Businesses Must Upskill IT Professionals to Win the Cybersecurity Battle
Too many businesses are not leveraging the capabilities of their existing IT professionals and fail to provide high-quality training that will boost business preparedness for the ever-increasing cybersecurity threat.
The 2017 Global Information Security Workforce Study by nonprofit membership association (ISC)² suggested that organizations need to direct attention to education and authority. As many as 43 percent of the 3,300 IT professionals worldwide who responded to the survey reported that their organization does not provide adequate security training resources.
Experts warned that a failure to deal with the ever-present security risk could lead to businesses becoming exposed. IT and human resources managers must ensure that in-house workers receive high-quality training, such as certification programs, and they should ensure external candidates have strong cybersecurity capabilities.
Why Are Organizations Failing to Make the Most of Their Talent?
The research highlighted how strong cybersecurity remains a work in progress for many organizations. Just 35 percent of technology workers reported that their suggestions for improved security are acted upon by the rest of the business.
More worryingly still, the research indicated that organizations’ ability to fend off cybercriminals has reduced during the past year. Such is the lack of preparedness for an external threat that 51 percent of IT professionals said they believed their organization’s systems are less capable of defending a cyberattack than 12 months ago.
When it comes to taking proactive steps to manage the threat, David Shearer, chief executive of (ISC)², said too many businesses fail to use the talent they already hold. In-house IT teams will already be aware of the systems and processes within the businesses and will have a good foundation from which to learn more skills.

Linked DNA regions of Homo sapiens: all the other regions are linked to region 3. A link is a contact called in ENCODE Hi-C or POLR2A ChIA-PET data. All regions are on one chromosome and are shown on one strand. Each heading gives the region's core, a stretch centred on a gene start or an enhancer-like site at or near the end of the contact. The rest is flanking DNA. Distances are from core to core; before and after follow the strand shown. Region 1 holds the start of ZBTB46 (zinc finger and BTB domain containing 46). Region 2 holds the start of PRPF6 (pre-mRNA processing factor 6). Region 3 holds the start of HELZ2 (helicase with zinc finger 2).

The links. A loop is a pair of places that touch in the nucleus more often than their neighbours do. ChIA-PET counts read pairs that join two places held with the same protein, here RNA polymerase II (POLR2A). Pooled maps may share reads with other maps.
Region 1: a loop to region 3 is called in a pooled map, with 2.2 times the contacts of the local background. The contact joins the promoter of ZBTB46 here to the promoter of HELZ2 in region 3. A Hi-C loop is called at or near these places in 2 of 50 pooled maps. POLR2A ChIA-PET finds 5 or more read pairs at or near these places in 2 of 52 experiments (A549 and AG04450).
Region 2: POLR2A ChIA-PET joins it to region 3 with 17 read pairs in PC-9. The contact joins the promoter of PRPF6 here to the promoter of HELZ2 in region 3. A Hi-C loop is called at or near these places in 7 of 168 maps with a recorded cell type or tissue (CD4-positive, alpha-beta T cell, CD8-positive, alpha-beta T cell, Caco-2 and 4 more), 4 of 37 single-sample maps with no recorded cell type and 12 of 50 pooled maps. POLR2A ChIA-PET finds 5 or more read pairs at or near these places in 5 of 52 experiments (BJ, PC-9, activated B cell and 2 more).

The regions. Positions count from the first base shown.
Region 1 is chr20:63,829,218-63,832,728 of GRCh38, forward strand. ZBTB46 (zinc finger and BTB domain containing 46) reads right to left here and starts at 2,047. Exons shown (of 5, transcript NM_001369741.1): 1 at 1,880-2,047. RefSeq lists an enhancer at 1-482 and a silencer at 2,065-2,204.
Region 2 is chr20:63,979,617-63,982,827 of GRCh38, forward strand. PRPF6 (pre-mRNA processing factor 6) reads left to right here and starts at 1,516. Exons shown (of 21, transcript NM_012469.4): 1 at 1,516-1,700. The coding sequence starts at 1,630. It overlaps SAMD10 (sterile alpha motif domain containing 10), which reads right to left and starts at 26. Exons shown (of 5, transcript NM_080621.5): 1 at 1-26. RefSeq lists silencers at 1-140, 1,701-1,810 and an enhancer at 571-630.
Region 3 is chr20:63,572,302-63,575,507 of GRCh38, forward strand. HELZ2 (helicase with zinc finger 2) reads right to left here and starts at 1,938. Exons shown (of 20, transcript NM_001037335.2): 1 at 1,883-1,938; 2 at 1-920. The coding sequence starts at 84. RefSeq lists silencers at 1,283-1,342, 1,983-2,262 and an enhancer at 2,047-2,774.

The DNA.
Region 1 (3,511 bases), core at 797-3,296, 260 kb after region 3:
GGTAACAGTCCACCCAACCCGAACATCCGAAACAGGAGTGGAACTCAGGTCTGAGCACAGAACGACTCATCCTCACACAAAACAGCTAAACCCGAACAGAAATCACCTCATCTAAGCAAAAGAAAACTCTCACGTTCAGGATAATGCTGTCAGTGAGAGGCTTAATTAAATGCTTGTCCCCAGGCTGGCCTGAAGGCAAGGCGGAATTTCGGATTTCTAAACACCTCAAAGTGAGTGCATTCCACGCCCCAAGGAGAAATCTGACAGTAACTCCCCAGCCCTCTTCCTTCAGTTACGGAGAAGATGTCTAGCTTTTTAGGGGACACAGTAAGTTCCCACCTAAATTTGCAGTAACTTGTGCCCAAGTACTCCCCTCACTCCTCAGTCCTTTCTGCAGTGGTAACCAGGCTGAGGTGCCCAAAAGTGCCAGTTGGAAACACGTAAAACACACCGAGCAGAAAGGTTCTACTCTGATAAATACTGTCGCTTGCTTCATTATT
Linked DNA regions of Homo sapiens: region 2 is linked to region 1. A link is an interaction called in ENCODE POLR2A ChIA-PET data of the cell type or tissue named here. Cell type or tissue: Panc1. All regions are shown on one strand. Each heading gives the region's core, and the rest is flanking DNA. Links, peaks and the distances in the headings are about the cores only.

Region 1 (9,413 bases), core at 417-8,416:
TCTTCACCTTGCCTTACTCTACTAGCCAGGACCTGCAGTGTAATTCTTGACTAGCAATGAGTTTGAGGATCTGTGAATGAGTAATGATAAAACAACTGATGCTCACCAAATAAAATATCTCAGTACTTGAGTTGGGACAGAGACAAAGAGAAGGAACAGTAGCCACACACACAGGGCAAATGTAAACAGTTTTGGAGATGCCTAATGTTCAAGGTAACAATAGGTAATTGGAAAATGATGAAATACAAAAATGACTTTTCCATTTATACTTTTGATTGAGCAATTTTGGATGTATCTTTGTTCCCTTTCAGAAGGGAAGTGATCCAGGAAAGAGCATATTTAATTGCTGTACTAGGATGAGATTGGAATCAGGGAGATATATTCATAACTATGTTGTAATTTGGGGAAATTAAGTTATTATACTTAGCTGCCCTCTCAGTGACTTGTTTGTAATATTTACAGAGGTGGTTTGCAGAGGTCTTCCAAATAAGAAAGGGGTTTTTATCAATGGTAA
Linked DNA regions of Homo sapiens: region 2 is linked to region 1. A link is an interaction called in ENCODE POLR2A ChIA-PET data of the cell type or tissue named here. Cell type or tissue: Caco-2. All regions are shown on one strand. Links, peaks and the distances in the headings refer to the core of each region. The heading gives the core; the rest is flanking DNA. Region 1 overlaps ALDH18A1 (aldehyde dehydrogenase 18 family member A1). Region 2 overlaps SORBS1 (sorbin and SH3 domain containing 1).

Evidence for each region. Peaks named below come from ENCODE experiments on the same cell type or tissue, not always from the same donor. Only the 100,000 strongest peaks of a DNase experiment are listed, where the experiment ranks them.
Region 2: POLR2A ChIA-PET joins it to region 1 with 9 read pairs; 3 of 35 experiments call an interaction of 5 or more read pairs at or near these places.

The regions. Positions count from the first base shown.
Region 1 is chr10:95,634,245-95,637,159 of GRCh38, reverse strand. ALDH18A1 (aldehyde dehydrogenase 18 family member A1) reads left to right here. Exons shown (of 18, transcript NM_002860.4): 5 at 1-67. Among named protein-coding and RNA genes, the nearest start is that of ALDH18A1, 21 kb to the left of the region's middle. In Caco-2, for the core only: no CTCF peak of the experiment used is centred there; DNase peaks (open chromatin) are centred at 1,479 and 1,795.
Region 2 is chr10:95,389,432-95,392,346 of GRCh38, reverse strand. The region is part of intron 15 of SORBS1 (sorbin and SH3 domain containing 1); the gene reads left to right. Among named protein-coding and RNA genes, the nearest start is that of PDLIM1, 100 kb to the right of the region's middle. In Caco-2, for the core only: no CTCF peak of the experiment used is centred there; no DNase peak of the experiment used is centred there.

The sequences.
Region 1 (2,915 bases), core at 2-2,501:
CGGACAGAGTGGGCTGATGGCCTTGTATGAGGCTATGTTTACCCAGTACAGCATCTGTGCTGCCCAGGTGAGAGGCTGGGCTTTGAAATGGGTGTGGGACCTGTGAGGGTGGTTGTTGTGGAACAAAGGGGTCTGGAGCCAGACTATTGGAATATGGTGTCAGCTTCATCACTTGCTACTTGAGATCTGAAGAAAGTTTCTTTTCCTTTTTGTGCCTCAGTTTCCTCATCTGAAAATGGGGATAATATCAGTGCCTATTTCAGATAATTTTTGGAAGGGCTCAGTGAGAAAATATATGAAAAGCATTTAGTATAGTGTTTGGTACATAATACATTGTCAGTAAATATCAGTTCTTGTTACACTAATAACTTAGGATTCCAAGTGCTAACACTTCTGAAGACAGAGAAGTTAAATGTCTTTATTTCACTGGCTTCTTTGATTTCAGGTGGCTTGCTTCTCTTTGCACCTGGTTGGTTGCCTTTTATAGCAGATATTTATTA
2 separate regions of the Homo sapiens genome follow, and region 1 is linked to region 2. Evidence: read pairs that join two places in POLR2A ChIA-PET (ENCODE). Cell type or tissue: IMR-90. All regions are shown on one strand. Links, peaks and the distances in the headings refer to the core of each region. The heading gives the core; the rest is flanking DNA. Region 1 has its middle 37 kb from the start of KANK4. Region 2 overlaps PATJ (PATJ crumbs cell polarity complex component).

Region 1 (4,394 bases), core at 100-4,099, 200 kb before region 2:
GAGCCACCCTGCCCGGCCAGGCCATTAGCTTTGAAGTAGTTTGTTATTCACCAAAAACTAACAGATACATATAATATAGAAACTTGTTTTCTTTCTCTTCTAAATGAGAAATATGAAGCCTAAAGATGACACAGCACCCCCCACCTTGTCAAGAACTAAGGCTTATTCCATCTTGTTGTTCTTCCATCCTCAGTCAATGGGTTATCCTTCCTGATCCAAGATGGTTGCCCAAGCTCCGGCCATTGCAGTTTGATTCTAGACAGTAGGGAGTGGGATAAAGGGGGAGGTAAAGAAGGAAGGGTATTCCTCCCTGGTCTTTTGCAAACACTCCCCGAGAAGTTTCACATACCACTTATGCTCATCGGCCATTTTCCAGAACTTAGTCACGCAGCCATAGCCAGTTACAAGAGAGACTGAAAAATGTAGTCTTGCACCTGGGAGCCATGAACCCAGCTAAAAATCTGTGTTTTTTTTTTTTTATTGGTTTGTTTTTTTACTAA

What Steps Can IT Professionals Take to Boost Internal Skills?
Shearer said the fastest way for most businesses to improve their security stance is to provide ongoing training to retain IT professionals, reported Business Insider. He also said that technology systems and services underlie all modern business operations, and well-trained technology workers provide the best means to ensure security plans are not undermined.
The research indicated that there is much work to be done in terms of training and development. More than half (55 percent) of IT professionals said their organization does not ask its technology workers to receive a security certification. Sixty-three percent said their company simply does not have enough IT security staff.
Alongside the research, (ISC)² announced a new pathway for its Systems Security Certified Practitioner (SSCP) certification to help organizations improve cybersecurity expertise. IT professionals with a computer science degree can now be certified without the one year of paid, full-time work that was previously required to complete SSCP certification.
How Can IT Managers Fill the Cybersecurity Skills Gap?
Experts warned that an IT skills gap in the crucial area of cybersecurity can create immediate and lasting damage to business operations and customer services. Security leaders should use a combination of internal resource development and external recruitment to help prevent cyberattacks.
The (ISC)² research suggested that recruitment managers looking for new staff should view communication skills (62 percent) and analytical skills (52 percent) as the IT skills most in demand. That focus on engagement and analysis is in sharp contrast to the interests of in-house technology workers, who believe new candidates with cloud computing and security (64 percent) are the most welcome additions, followed by applicants skilled in risk assessment and management (40 percent).
IT managers searching for this security talent are likely to face a considerable battle. The skills gap is such that the global cybersecurity workforce shortage is expected to reach 1.8 million by 2022, according to (ISC)² and research from analyst Frost & Sullivan earlier this year. To this end, the analyst discovered 70 percent of employers around the world are planning to increase the size of their cybersecurity capability through 2017.